.....and please don't mention the name Nosko.  That guy crushed us in matches that mattered at team state two years in a row!  ha!

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But isn't that the argument of why we shouldn't send JV to varsity tourney?

 

If the 1a, 2a, 3a schools don't have a full lineup, I'm sure losing to MD's JV isn't something attractive to the athletic football kid who is on the fence about wrestling or not.  

 

The only team that benefits from sending JV to varsity would be the programs in the top 10% and it comes at the cost of the middle/lower class of our state's programs.

That is one of the issues we see, non-wrestling athletes are already concerned about not being good at it when you convince them to come out, then thay lose to a JV and it becomes a real struggle to keep them long enough to get them confident.

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But isn't that the argument of why we shouldn't send JV to varsity tourney?

 

If the 1a, 2a, 3a schools don't have a full lineup, I'm sure losing to MD's JV isn't something attractive to the athletic football kid who is on the fence about wrestling or not.  

 

The only team that benefits from sending JV to varsity would be the programs in the top 10% and it comes at the cost of the middle/lower class of our state's programs.

.....and please don't mention the name Nosko.  That guy crushed us in matches that mattered at team state two years in a row!  ha!

Good point...I agree

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Two points

 

1. What has prompted events to allow JV teams in the first place? Is it the lack of full teams or do we have way too many events in the first place? I know in our case we get asked late in the fall when teams realize they will need another team for their event and can't fill it.

 

2. This is really a case of the rich get richer. Our kids now get a year or two of about 15 varsity level matches before becoming a varsity A wrestler. This helps us tremendously as there is very little adjustment from JV to varsity for our new starters.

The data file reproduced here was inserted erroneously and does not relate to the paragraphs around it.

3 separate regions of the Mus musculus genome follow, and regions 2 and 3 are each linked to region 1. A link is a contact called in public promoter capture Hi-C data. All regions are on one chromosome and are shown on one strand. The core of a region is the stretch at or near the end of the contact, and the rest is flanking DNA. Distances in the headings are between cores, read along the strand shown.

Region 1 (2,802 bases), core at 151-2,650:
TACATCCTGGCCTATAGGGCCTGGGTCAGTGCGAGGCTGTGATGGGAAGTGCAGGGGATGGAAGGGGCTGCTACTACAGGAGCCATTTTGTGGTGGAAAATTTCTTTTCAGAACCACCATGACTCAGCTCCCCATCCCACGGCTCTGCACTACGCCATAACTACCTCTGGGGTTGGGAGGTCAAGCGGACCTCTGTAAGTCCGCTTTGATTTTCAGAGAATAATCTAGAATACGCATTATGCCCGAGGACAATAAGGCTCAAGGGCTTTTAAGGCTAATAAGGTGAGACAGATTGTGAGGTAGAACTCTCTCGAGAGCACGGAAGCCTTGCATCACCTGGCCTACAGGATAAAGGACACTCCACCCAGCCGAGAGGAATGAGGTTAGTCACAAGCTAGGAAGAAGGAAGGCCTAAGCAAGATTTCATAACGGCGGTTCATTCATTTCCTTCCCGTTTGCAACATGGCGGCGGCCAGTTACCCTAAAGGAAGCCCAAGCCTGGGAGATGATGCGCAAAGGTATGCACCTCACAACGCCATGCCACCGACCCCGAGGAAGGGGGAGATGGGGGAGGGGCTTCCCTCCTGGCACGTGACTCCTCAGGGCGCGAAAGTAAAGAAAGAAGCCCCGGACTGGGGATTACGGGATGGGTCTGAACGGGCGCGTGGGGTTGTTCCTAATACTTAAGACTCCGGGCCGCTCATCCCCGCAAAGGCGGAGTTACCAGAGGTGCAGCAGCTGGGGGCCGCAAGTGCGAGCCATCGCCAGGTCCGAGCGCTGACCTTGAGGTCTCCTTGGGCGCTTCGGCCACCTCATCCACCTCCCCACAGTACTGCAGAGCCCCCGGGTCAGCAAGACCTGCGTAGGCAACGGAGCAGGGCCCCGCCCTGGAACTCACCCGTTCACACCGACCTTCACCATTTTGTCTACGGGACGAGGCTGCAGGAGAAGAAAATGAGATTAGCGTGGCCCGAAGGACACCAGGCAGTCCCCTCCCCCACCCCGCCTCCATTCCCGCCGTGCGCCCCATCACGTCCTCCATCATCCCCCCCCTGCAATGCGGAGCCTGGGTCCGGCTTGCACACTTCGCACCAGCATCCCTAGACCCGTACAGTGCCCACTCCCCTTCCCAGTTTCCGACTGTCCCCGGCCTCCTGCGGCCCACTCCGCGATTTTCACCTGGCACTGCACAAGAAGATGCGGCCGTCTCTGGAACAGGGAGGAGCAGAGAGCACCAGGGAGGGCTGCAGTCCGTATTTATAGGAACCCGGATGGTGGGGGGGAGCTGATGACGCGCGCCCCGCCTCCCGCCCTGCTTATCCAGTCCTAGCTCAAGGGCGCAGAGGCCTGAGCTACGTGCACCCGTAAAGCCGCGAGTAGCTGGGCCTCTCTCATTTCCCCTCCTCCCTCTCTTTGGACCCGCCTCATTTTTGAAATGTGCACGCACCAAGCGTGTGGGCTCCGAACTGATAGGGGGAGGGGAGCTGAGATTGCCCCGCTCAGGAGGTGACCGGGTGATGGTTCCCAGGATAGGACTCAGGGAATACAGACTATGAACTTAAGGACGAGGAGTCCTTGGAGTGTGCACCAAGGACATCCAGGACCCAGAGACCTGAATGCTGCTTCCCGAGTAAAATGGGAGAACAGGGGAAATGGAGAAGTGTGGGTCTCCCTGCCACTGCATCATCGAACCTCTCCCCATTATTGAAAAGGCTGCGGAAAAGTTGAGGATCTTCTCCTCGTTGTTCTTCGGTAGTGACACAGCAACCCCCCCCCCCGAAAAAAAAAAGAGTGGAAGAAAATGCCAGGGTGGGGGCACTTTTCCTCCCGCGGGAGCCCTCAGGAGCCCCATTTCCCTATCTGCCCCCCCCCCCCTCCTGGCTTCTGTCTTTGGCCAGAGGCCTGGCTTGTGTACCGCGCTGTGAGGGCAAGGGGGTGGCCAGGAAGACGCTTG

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I, for one, get irritated when I see JV scores against varsity guys. The varsity guy can't win in that situation. If he loses, he has to hear how he lost to another team's JV guy. If he wins, same story. There are plenty of schools in the state looking to get matches for their JV. Why not get a JV schedule with other JV teams - instead of going to tournaments and embarrassing programs with varsity wrestlers that aren't as good?

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I, for one, get irritated when I see JV scores against varsity guys. The varsity guy can't win in that situation. If he loses, he has to hear how he lost to another team's JV guy. If he wins, same story. There are plenty of schools in the state looking to get matches for their JV. Why not get a JV schedule with other JV teams - instead of going to tournaments and embarrassing programs with varsity wrestlers that aren't as good?

Let's put the shoe on the other foot now. We all know that the top 10% has JV kids that could go deep into the state series. What good does it do for them to go to a regular JV meet and throttle JV kids? That isn't going to help the sport either is it?

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Joe, you're using an extreme  to help decide what is best for the middle.  Sure, there are a handful of kids that are not varsity and if they were put in the right situation and semi state draw, they could compete at the state tourney.....but that's not typical.

 

Wouldn't there be better quality at JV tourneys if no one was sending JV to varsity tourneys?

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Are there enough JV tournaments throughout the state?  Would there need to be an increase?